MYTH #3: Hearing loss comes with side-effects. Many think, "If it were happening to me, I would know it. And I don’t have any ringing."

TRUTH: Hearing damage can occur without you even realizing it, and your ears don’t have to hurt or have ringing in order for damage to happen. "Many people with noise-induced hearing loss say that they’ve never had ringing," according to Santucci.

MYTH #4: If you experience ringing in the ears, pain, distorted or muffled sound or hypersensitivity after a rehearsal, playing a gig or attending a show, but your hearing returns to normal the next day, you haven’t damaged your ears.

TRUTH: Long-term damage may have been done — you just don’t notice it yet.

MYTH #5: The damage is done. It’s too late to do anything about it, so why bother?

TRUTH: "It’s never too late," according to Malyuk. While most hearing loss cannot be reversed, your remaining hearing can be stabilized and further damage and loss often can be prevented.

MYTH #6: There’s no such thing as good earplugs.

TRUTH: There are currently excellent earplugs on the market that are designed for musicians and allow you to hear music clearly, just at a lower level. You may even want to consider custom earplugs, molded to your ear for an even higher level of protection and comfort.

MYTH #7: In-ear monitors will protect your hearing.

TRUTH: They might or they might not. Not all in-ear monitors (IEMs) are created equal, as you’ll see.

How to Protect Yourself (and Your Career)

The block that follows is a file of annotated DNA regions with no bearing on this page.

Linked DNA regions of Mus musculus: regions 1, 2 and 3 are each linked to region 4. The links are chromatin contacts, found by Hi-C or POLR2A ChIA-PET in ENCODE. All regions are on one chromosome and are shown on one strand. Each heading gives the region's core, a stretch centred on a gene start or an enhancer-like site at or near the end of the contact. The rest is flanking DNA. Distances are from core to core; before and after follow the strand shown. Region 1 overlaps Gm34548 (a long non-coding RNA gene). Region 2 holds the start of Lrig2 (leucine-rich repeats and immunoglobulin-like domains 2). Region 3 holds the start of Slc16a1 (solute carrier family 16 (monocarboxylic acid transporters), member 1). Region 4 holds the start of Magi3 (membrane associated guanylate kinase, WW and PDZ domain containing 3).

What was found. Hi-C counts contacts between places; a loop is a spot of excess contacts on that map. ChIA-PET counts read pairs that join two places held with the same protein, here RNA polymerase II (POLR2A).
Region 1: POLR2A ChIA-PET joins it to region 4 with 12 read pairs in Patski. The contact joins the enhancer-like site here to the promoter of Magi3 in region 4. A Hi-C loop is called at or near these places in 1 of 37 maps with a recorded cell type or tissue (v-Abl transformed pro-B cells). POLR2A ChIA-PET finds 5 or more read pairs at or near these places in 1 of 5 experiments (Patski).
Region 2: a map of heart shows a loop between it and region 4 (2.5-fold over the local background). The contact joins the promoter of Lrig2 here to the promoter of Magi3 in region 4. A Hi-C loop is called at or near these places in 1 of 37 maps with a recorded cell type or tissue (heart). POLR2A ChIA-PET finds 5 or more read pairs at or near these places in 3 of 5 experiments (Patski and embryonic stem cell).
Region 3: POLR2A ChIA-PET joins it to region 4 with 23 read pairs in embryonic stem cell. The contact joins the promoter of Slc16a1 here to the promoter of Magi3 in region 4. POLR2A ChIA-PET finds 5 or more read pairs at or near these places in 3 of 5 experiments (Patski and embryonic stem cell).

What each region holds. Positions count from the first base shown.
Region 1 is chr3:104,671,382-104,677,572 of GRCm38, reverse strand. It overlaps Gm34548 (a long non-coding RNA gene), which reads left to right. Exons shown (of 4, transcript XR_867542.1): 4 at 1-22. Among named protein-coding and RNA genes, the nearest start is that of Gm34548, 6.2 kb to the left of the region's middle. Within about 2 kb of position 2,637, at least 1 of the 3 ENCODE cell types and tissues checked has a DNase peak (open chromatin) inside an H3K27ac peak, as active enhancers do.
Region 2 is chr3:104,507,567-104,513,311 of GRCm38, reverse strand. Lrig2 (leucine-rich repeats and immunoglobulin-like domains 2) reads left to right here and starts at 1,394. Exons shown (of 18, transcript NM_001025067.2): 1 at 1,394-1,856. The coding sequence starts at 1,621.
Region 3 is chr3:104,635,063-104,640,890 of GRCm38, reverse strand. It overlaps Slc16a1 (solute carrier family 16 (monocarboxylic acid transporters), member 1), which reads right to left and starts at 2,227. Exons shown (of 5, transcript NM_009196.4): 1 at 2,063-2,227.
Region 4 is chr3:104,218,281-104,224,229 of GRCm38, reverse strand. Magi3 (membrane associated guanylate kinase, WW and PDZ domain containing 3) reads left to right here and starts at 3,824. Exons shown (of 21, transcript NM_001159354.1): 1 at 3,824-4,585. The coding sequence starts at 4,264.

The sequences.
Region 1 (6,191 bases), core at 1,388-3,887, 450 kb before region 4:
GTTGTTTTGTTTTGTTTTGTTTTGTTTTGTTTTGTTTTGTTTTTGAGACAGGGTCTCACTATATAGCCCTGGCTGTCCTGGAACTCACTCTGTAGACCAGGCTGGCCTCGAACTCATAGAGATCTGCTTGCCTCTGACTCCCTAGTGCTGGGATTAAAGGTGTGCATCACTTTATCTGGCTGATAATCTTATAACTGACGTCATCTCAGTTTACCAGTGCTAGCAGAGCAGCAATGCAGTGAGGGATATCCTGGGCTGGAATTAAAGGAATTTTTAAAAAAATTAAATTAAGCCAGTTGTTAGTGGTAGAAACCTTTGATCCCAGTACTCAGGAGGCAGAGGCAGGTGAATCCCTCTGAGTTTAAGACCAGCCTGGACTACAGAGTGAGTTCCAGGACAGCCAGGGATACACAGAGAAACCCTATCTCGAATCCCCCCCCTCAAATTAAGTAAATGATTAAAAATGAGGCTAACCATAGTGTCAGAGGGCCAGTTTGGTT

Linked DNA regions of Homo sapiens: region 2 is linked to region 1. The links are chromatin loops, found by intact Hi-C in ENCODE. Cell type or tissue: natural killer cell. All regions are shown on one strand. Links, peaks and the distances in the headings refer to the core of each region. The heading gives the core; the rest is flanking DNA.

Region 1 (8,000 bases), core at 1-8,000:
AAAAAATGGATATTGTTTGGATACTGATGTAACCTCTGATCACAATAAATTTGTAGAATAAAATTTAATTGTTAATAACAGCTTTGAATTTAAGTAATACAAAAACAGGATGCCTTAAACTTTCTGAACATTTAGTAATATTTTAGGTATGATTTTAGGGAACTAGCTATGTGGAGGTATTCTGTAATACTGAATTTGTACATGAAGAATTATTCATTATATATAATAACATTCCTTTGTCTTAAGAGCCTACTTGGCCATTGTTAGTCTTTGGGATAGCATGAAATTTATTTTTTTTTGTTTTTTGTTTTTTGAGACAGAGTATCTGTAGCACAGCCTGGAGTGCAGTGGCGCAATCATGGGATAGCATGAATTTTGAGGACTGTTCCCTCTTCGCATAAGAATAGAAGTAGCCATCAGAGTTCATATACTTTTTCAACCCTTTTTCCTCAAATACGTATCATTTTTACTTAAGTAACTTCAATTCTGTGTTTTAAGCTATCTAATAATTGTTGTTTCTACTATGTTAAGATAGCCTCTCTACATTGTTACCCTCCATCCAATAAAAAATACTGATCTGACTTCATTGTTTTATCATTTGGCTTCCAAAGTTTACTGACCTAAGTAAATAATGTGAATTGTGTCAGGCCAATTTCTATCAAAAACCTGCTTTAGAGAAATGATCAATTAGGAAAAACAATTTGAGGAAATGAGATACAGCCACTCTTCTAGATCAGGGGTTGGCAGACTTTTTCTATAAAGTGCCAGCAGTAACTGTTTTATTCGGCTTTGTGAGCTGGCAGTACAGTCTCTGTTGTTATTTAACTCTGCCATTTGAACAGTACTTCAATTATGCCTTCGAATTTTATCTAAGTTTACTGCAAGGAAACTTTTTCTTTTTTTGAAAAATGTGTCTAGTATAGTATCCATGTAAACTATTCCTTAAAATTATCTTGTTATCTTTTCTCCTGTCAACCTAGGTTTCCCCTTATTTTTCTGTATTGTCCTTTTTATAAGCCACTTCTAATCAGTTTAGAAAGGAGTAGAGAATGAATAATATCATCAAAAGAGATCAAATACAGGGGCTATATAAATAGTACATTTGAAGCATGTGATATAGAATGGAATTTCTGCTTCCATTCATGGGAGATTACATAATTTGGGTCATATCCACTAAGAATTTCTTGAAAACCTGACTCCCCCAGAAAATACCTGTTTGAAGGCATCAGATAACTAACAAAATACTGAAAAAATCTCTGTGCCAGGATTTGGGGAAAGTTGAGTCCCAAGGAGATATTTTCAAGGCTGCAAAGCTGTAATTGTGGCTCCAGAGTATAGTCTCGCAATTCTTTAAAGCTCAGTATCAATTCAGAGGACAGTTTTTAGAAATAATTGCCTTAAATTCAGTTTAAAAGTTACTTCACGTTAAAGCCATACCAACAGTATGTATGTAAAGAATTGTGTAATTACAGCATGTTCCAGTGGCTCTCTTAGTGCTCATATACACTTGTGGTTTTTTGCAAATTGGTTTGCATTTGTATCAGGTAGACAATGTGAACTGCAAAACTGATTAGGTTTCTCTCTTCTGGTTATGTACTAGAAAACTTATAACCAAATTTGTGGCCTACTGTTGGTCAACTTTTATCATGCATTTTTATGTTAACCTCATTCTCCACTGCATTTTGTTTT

So, what should you do? Be proactive, protect your hearing and get an annual hearing exam.

"The cornerstone of any hearing loss prevention program is a baseline test and then periodic retesting to determine if what you’re doing is actually working," Santucci says, so get tested annually and find out if you have any issues early on.

Malyuk makes an astute analogy, "It’s like going to the dentist." Many people put it off, out of fear or simply believe it’s a low priority, and end up going only when there’s a bigger problem. Had they gone earlier, it would’ve been a lot easier and better for their hearing health.

1. Understand How Hearing Damage Happens

For an injury to occur, it’s not just how loud the music is, it’s the combination of the decibel (dB) level and the length of time you are exposed at that level. So it’s important to know the levels at which you are playing/rehearsing and the length of time you are playing/rehearsing at those levels — and to know what levels are considered safe.

Malyuk says there are many sound meter apps out there to help you measure your sound levels (though she says some are better than others) or you can purchase a noise dosimeter — she says the better ones will show you minutes of safety as well as dB level.

As a general guide, Malyuk suggests following the the Occupational Safety and Health Administration (OSHA) and The National Institute for Occupational Safety and Health (NIOSH) Safe Exposure Guidelines.

As you can see, the guidelines vary significantly. While NIOSH is the more strict of the two guidelines and protects more people, Malyuk notes that many musicians find NIOSH’s guidelines too difficult to follow. So, realistically, she says most musicians might have a higher likelihood of following the OSHA guidelines, which are still better than nothing.

That said, Santucci points out that it is important to note that people can differ at what point they will incur damage — much like how people can differ regarding sun exposure. Some will get a sunburn faster than others. Thus, it is always better to err on the side of caution.